Last year Jock (my official taste-tester) and I took a look at the brewery scene downtown. We assumed (rightly) there would be vast amounts of alcohol consumed and therefore we’d be within walking distance to home. We planned to drop by Waterline to continue the craft-brewery exploration and give our congrats to Marcus for surviving renovations, and getting the doors open on the joint. So when our friends wanted to celebrate graduation there—and pointed out the food truck’s inclusion—it looked like a good way to tick three items off the to-do list at once.

I am chronically unhip and about as late to the party as it gets. Excitement about the latest fad, especially in the land of food, is usually so far off my radar I can’t even follow conversations with people. The food-truck phenomenon has eluded me. Though I have friends who act like groupies at the sighting of their favorite trucks, I really don’t get it. (Not to say I haven’t day-dreamed of the possibility of turning a VW bus into a food truck.) Though, again, I don’t get out much.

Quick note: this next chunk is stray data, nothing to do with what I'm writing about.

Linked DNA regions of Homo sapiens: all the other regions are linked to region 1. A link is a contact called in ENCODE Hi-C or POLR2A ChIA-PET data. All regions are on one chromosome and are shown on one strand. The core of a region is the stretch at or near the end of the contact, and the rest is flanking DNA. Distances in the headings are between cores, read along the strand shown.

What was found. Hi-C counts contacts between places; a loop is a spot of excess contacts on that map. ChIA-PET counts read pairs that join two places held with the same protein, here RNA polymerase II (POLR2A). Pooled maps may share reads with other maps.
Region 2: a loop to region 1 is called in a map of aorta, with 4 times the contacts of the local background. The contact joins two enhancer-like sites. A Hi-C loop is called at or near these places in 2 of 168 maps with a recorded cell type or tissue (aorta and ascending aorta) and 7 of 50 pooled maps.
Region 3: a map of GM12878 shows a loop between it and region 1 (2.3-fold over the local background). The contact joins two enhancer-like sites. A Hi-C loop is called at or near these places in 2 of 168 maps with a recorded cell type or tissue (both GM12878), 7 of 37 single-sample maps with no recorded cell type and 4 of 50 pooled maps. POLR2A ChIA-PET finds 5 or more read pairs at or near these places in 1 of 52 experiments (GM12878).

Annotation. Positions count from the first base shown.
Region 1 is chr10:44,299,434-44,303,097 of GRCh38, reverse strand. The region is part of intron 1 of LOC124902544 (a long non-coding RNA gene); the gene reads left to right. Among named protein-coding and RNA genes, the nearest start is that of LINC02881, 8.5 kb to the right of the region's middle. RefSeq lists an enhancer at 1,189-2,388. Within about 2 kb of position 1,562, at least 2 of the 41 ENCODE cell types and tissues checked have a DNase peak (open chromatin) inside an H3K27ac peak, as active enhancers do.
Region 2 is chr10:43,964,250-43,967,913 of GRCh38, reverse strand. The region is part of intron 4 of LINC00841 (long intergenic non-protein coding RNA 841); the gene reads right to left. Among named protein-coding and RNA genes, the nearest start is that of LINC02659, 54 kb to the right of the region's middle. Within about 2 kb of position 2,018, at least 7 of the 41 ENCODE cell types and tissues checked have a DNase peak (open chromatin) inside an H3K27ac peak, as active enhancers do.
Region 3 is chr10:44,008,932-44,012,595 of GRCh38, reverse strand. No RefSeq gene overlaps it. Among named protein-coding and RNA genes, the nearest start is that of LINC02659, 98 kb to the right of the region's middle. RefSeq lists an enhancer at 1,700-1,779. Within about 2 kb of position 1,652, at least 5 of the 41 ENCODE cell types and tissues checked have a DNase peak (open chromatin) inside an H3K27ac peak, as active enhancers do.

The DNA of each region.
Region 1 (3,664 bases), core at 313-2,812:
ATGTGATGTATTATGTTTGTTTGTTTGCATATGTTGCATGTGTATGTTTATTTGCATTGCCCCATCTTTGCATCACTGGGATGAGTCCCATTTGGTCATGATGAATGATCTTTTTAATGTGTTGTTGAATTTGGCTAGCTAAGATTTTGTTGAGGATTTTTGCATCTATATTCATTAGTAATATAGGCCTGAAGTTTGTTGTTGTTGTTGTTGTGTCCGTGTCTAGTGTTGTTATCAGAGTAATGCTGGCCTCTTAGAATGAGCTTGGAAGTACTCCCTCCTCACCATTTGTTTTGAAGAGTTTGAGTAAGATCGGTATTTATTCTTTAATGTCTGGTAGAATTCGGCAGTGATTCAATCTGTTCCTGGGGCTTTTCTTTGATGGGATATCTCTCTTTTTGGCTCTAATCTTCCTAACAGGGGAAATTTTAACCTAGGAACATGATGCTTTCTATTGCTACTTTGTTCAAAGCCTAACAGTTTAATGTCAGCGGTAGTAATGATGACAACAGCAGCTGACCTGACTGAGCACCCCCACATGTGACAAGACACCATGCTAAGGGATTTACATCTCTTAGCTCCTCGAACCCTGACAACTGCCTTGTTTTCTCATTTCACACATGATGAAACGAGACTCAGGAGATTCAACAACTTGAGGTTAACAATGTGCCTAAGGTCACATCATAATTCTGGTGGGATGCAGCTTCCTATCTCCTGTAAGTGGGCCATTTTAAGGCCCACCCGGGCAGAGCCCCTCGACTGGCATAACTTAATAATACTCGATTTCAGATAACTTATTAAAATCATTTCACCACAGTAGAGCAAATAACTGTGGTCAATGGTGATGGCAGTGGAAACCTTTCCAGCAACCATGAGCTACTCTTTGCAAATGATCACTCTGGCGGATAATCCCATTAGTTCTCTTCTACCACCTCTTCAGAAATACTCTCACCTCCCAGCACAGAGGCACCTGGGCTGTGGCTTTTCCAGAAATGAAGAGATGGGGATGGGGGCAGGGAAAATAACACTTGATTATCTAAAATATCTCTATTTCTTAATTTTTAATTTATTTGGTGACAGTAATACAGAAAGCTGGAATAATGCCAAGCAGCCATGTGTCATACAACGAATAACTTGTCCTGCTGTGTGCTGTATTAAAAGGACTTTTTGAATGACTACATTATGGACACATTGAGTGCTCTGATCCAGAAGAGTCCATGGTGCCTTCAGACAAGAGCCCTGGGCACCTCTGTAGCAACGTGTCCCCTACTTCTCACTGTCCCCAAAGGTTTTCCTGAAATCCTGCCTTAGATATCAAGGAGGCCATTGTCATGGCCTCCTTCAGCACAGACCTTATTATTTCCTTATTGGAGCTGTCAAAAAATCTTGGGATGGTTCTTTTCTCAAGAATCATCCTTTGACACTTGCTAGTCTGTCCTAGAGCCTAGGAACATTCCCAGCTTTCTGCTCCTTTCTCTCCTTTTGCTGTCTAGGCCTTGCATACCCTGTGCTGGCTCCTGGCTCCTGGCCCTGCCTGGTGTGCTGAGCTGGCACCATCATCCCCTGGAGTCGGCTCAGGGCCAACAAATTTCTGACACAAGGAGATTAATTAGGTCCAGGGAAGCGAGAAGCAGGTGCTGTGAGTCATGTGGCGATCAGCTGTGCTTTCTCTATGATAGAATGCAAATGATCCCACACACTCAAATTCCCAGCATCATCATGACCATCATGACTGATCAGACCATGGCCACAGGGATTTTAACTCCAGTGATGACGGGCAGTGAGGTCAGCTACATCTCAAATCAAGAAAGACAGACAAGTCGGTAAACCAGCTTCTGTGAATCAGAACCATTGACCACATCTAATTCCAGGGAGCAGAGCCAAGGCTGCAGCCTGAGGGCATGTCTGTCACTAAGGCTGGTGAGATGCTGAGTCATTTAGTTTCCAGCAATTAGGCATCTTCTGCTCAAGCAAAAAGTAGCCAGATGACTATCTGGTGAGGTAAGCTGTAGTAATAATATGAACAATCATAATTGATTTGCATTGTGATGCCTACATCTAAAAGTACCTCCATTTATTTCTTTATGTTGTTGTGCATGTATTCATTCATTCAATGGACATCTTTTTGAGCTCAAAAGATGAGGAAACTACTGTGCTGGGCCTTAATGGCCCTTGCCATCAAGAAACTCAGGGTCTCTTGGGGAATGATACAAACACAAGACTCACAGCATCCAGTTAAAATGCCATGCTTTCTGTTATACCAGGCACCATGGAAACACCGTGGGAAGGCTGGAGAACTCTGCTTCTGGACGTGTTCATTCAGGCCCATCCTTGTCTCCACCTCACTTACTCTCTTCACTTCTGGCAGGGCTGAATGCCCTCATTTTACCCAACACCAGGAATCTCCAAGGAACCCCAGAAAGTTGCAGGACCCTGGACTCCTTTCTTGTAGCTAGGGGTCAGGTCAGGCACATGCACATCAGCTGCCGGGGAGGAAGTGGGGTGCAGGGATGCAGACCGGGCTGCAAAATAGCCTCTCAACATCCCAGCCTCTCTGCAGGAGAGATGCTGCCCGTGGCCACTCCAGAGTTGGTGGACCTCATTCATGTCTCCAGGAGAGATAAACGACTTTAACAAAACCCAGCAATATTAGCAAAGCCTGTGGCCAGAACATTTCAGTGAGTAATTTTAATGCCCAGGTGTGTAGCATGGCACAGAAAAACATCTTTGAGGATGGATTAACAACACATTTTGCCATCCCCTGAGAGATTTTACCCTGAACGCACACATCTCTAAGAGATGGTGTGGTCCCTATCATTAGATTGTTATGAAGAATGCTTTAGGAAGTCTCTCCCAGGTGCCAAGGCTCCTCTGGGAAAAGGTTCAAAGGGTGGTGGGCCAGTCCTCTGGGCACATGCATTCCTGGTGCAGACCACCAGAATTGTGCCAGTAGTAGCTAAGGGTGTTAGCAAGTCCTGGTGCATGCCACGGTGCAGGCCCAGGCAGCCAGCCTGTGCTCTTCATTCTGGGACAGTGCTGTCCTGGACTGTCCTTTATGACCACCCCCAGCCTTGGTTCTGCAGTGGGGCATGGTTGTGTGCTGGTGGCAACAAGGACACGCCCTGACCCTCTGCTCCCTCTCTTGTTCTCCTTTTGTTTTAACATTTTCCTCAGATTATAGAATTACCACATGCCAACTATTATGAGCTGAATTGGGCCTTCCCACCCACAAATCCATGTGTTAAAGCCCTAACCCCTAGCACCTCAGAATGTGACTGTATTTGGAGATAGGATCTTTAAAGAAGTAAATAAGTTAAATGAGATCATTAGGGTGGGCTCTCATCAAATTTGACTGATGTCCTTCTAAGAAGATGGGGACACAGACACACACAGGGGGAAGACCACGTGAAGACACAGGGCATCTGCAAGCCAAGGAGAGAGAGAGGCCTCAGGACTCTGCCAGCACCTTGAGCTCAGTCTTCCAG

Finally, at Waterline, it clicked. Not so much from a consumer’s standpoint but rather from a business owner’s view. The infrastructure and space required to open a commercial kitchen is extensive. Navigating the endlessly confusing world of the health department requires a translator—at best. So, with a bar owner who wants to offer some sort of food to customers (so that they think of it as not just for booze), but also when they are peckish, rather than leaving after one drink, they stick around for two more because they can get dinner. When bar owners do not have the space to add a commercial kitchen (like Flytrap Brewing, which also frequently hosts food trucks), or have the upfront capital to build out a commercial kitchen and staff it, they invite a food truck to park in their lots. Bar clientele sticks around to buy more drinks, and another local business benefits from their dining needs. It is a winning combination.